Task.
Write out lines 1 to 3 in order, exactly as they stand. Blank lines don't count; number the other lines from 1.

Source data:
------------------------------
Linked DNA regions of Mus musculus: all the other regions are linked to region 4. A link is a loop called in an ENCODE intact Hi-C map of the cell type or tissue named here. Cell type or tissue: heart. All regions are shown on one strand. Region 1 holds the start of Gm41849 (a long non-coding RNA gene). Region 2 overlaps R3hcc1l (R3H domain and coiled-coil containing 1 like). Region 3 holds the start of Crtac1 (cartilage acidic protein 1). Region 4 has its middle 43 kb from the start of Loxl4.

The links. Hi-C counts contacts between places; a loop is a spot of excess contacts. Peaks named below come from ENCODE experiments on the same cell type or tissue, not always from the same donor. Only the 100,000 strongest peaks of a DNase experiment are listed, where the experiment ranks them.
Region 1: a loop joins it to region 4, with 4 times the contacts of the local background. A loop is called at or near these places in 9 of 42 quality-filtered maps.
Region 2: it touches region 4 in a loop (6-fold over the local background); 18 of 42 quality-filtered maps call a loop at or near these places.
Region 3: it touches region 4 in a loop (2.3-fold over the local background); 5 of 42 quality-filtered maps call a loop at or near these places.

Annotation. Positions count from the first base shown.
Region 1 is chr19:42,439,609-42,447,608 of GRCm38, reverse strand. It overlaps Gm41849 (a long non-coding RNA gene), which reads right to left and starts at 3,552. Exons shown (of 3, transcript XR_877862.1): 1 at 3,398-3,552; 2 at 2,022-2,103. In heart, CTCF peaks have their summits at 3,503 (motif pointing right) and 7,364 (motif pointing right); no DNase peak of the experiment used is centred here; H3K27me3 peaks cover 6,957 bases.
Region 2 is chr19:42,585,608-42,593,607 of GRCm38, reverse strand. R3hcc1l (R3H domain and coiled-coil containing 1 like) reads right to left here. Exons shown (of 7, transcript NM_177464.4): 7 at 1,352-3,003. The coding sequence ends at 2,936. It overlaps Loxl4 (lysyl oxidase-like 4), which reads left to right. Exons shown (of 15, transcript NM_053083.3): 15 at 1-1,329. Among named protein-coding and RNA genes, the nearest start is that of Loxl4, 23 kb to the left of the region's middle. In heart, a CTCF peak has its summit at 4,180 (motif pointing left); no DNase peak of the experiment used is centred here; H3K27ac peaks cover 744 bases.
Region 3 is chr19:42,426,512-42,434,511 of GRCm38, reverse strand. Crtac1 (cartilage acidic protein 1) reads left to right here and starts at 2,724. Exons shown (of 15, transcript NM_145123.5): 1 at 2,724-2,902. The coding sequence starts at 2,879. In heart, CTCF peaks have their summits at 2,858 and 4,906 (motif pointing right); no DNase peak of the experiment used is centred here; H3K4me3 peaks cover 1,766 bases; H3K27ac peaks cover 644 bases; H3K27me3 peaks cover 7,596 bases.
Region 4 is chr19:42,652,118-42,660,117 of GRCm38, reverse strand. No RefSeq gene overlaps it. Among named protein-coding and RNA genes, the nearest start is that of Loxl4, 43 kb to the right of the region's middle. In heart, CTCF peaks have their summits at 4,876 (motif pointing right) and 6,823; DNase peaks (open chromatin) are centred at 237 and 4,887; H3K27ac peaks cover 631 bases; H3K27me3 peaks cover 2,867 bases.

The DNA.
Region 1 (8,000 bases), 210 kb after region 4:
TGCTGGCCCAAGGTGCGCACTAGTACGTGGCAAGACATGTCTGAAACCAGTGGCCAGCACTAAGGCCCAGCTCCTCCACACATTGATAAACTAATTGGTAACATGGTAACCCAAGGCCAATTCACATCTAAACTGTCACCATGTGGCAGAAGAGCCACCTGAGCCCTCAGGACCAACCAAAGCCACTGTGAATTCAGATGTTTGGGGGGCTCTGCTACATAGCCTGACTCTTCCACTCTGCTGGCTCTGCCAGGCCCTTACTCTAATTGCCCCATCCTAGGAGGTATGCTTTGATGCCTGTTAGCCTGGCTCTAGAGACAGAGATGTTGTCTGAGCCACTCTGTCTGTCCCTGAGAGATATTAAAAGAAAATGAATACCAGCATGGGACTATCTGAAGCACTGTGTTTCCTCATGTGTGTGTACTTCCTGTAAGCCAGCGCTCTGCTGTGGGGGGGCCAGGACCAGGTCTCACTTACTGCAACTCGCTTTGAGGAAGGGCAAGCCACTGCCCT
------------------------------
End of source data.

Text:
Linked DNA regions of Mus musculus: all the other regions are linked to region 4. A link is a loop called in an ENCODE intact Hi-C map of the cell type or tissue named here. Cell type or tissue: heart. All regions are shown on one strand. Region 1 holds the start of Gm41849 (a long non-coding RNA gene). Region 2 overlaps R3hcc1l (R3H domain and coiled-coil containing 1 like). Region 3 holds the start of Crtac1 (cartilage acidic protein 1). Region 4 has its middle 43 kb from the start of Loxl4.

The links. Hi-C counts contacts between places; a loop is a spot of excess contacts. Peaks named below come from ENCODE experiments on the same cell type or tissue, not always from the same donor. Only the 100,000 strongest peaks of a DNase experiment are listed, where the experiment ranks them.
Region 1: a loop joins it to region 4, with 4 times the contacts of the local background. A loop is called at or near these places in 9 of 42 quality-filtered maps.